A friend recently said to me that so many of us went to working overtime without really being prepared for what that's like. Our brains knew the kids would be home, that we would need home school them, knew there would be less time for us, but did we really comprehend that? No. How could we? How could we understand what it would be like to keep things moving while plastering a smile over our uncertainty? We weren't prepared to talk to our children about global pandemics, about uncertain futures, hoping to convey a fortitude that we weren't feeling. With everything that is happening Ramadan feels different already. It is only a few short weeks away and the prospect of serious amounts of Ramadan prep seems both intimidating and exhausting. If you are here for a manual on how to mass produce freezer friendly fried foods then I am afraid you are in the wrong place. If you want Ramadan Prep Tips from a busy mama then you're in the right one.
I have always been a you do you person, believing everyone must do what's right for them. Right now this simplified approach to Ramadan prep is right for me. Some of these tips are directly actionable and some of them will require a little thinking on your part. I, too, am thinking hard about some of these questions and would love to hear what you end up deciding to do!
Without further ado here are my super doable Ramadan Prep Tips.
Ramadan Prep Tip One: Double Up
Making daal? Double the quantity and freeze half. Tadka/Baghaar after you defrost and reheat stove top. Marinating chicken? Double up and put half in the freezer. Made a ton of Haleem? Don't force yourself to finish it and instead freeze half for later. Making ten times the quantity for something can be truly exhausting. Making 2 pounds of timatar gosht instead of one? That's not so bad.
Other things you can double up and freeze
- Spaghetti Sauce (with or without meat
- Soups (without potatoes or cream)
- Qeema or Keema (freezes beautifully!)
- Dahi Baray
- Kalay Chanay
- Bhunna (Shredded) Meat - Pakistani
Oh and am I freezing unbaked cookie dough balls for that after Iftar treat? You betcha.
Ramdan Prep Tip Two: Batch Cook a Curry Paste
I know - you're confused, didn't I just say to only double up? Curry paste is where I make an exception. Our family seems to eat a lot of chicken curry, the kids love Aaloo Gosht and simple pulaos are Life. To get a beautiful silky masala for a salan or pulao/biryani takes time and patience. So before Ramadan I take a page out of my mothers book, grab the mandolin for rapid slicing and make a huge batch of my Instant Pot Salan Masala. All I need to know when it comes time to cook is to defrost it, saute my meat and simmer it till done. Throw on some garnishes and call it a day.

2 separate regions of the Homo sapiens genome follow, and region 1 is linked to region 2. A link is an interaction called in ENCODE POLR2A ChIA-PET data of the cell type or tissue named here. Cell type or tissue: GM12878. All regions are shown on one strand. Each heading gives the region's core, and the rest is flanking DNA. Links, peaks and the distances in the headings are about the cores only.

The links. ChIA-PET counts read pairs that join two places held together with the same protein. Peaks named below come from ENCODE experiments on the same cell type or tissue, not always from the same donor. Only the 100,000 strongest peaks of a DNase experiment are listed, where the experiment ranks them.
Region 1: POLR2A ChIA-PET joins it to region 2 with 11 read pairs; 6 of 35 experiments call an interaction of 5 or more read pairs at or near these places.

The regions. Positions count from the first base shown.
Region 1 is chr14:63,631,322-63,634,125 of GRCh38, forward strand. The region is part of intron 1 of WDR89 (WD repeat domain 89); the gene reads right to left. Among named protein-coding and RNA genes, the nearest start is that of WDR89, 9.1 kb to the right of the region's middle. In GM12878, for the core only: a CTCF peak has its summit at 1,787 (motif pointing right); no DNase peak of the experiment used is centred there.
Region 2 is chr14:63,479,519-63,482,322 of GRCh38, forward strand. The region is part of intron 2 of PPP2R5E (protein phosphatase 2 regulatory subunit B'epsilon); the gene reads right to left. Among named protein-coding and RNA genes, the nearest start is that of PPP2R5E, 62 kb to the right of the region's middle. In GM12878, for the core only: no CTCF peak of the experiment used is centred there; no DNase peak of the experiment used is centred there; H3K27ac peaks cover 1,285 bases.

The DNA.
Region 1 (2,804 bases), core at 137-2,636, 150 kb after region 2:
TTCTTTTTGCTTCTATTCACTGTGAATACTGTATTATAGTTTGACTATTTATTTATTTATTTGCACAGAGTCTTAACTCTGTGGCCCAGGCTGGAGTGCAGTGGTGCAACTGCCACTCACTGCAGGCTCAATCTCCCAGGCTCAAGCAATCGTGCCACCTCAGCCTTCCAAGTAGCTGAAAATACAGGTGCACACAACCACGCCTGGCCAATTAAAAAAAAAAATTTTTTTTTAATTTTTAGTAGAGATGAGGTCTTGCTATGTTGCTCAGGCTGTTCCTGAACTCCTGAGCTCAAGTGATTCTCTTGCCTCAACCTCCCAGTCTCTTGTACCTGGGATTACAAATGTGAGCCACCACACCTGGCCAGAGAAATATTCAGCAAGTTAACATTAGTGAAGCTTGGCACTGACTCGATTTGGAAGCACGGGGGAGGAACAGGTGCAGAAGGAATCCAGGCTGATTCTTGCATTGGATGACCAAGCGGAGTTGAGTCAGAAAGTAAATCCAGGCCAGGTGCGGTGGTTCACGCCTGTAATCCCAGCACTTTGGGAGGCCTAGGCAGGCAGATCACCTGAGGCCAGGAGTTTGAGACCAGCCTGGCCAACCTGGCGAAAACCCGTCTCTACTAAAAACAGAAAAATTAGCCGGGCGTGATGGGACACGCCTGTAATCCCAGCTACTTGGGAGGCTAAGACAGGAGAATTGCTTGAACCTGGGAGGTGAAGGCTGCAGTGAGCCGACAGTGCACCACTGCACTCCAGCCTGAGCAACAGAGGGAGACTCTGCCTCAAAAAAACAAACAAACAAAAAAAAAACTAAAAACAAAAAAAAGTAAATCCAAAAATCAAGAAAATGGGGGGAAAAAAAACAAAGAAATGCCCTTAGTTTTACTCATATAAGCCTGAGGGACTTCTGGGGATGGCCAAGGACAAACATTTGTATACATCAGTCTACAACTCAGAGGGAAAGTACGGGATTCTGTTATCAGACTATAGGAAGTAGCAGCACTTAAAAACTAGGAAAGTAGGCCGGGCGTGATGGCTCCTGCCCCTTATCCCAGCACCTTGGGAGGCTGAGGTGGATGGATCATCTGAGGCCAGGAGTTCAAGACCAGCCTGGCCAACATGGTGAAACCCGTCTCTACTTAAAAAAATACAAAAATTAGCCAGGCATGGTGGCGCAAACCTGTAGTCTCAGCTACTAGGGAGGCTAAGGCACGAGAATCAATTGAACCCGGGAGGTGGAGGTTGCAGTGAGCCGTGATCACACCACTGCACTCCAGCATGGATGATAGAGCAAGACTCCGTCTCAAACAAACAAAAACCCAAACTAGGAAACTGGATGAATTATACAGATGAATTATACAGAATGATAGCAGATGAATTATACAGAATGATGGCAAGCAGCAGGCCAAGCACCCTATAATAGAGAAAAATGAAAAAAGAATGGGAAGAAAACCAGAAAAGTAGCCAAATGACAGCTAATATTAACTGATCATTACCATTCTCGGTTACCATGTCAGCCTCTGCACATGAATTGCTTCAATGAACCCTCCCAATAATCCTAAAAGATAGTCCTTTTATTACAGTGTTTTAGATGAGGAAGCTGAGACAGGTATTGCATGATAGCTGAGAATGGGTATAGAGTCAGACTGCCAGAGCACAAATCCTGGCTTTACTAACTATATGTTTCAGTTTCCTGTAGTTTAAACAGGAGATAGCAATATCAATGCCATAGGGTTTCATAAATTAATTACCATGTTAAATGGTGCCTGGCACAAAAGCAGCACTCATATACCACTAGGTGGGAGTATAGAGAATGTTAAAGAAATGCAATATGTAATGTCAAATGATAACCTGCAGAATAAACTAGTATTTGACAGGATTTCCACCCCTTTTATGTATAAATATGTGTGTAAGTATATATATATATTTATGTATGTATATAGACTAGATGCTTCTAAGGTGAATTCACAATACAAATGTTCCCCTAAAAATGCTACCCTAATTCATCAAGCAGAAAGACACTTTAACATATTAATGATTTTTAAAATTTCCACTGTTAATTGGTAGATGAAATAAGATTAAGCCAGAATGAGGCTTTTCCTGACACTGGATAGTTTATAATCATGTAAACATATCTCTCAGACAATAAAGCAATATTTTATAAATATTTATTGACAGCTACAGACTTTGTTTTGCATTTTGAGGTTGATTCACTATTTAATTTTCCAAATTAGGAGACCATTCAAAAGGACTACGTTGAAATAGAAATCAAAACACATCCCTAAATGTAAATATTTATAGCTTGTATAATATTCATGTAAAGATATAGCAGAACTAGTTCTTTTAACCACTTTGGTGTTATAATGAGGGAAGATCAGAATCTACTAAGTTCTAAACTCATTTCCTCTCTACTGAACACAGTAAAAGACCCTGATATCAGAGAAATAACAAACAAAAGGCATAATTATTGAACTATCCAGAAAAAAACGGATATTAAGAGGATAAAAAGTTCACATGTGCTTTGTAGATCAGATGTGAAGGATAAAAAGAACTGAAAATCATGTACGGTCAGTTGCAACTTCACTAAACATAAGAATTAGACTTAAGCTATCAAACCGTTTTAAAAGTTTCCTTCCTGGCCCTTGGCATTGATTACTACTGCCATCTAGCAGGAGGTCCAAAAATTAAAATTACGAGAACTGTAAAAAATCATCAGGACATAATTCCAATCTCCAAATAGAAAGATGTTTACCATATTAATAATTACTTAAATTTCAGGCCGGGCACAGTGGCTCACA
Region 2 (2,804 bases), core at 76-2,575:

You can even doctor your masala base with some store bought Biryani masala for an easy Biryani fix. Who doesn't want an easy Biryani fix?
Ramadan Prep Tip Three: DIY a Pakora Mix
Repetition is mind numbing. Also I will be a little honest and say usually by the last bit of time before my fast opens my actual mind will be a little numb. Pakoras seem to be part and parcel of Ramadan iftaris, but that doesn't mean I need to make a fresh batch evey day. In another cool tip I learnt from my mother I make a batch of dry Pakora mix and then just use the base to make whatever kind we are in the mood for.
Ramadan Prep Tip Four: Think about Iftar less and Sehri/Suhoor more
We tend to focus on what we will open our fast with. It's infinitely exciting to think about hot samosas, tangy dahi baray, and that blessed garam jalebi, but pause for a second. Whereas our iftar replenishes us it is Sehri that will sustain us. If you have limited time for Ramadan prep use it wisely. I intend to make some of these Chana Chaat salad jars, freezer friendly baked eggs (with the yolks) and batches of steel cut oats which I prefer savory over sweet. I also tend to drink an electrolyte replenishing drink like hydralyte.
These are things that resonate for me, but please take a minute to figure out what resonates for you, what your body needs to make it through the day and what you can do help yourself down the road.
Ramadan Prep Tip Number Five: Rethink your Routine
Now I know this is way out of the food wheelhouse, but hear me out ok? Most of us have a pretty standard sense of what our day should look like. When schools were open and activities continuing as normal there was not a lot of leeway to deviate. However now, in these circumstances take a moment to think about what you want your day to look like. Are you the early riser whose happiest staying up from Suhoor and Fajr to late afternoon? Is your preference to sleep in? What time should the kids eat? What time should they work? Now kids are kids and will not 100% conform to what you hope but a nudge in your preferred direction is not a bad idea. I suspect this mama will be taking some naps and that for us schooling will be done earlier in the day before my late afternoon slump. With the kids out of school they can sit with us for Iftar which has historically been after their bed time.
So there you have it friends, my simple no nonsense (hopefully) guide to how I will approach Ramadan this year. You will note that I have left out the spiritual element - that is a deliberate choice. With time I have recognized an increasing amount that for many of us religion is at it's most spiritual when it comes from within. Far be it from me to interfere with your relationship with God with endless 'helpful' suggestions. Some people will choose to read a Quran during Ramadan, others will double up on daily prayers and for others the act of fasting while juggling so much is their form of worship. To all of those observing Ramadan in whichever way they choose I send my love and prayers for a happy, blessed month.